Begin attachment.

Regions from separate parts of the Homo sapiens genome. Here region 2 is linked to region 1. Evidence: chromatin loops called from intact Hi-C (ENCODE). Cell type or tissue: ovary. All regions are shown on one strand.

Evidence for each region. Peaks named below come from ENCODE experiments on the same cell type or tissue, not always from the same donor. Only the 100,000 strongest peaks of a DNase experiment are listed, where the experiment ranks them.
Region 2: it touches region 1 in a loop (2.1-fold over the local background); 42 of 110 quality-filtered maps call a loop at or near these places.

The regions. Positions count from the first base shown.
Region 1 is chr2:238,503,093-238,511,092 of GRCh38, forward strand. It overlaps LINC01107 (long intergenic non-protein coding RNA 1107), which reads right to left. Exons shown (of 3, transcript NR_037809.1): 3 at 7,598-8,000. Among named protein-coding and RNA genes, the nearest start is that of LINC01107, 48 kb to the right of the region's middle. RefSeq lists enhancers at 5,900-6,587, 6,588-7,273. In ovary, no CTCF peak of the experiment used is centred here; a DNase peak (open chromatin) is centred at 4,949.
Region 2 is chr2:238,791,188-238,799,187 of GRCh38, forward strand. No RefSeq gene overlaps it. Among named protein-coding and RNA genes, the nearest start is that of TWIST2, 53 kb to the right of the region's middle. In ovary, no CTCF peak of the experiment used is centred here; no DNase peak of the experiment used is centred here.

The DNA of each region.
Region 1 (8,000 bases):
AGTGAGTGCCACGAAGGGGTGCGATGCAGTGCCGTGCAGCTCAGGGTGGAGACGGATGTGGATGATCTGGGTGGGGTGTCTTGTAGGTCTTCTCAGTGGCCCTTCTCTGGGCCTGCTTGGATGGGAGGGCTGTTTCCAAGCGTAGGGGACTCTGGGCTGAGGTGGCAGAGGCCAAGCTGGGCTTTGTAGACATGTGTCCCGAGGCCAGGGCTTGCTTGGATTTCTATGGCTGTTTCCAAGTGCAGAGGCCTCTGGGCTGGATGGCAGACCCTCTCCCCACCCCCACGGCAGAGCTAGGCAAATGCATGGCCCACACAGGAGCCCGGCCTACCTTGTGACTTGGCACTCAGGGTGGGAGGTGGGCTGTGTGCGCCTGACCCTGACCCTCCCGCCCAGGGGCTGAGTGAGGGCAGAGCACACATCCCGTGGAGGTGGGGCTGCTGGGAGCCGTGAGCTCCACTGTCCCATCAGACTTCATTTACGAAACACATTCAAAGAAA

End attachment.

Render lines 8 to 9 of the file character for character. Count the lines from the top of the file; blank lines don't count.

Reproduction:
Region 1 (8,000 bases):
AGTGAGTGCCACGAAGGGGTGCGATGCAGTGCCGTGCAGCTCAGGGTGGAGACGGATGTGGATGATCTGGGTGGGGTGTCTTGTAGGTCTTCTCAGTGGCCCTTCTCTGGGCCTGCTTGGATGGGAGGGCTGTTTCCAAGCGTAGGGGACTCTGGGCTGAGGTGGCAGAGGCCAAGCTGGGCTTTGTAGACATGTGTCCCGAGGCCAGGGCTTGCTTGGATTTCTATGGCTGTTTCCAAGTGCAGAGGCCTCTGGGCTGGATGGCAGACCCTCTCCCCACCCCCACGGCAGAGCTAGGCAAATGCATGGCCCACACAGGAGCCCGGCCTACCTTGTGACTTGGCACTCAGGGTGGGAGGTGGGCTGTGTGCGCCTGACCCTGACCCTCCCGCCCAGGGGCTGAGTGAGGGCAGAGCACACATCCCGTGGAGGTGGGGCTGCTGGGAGCCGTGAGCTCCACTGTCCCATCAGACTTCATTTACGAAACACATTCAAAGAAA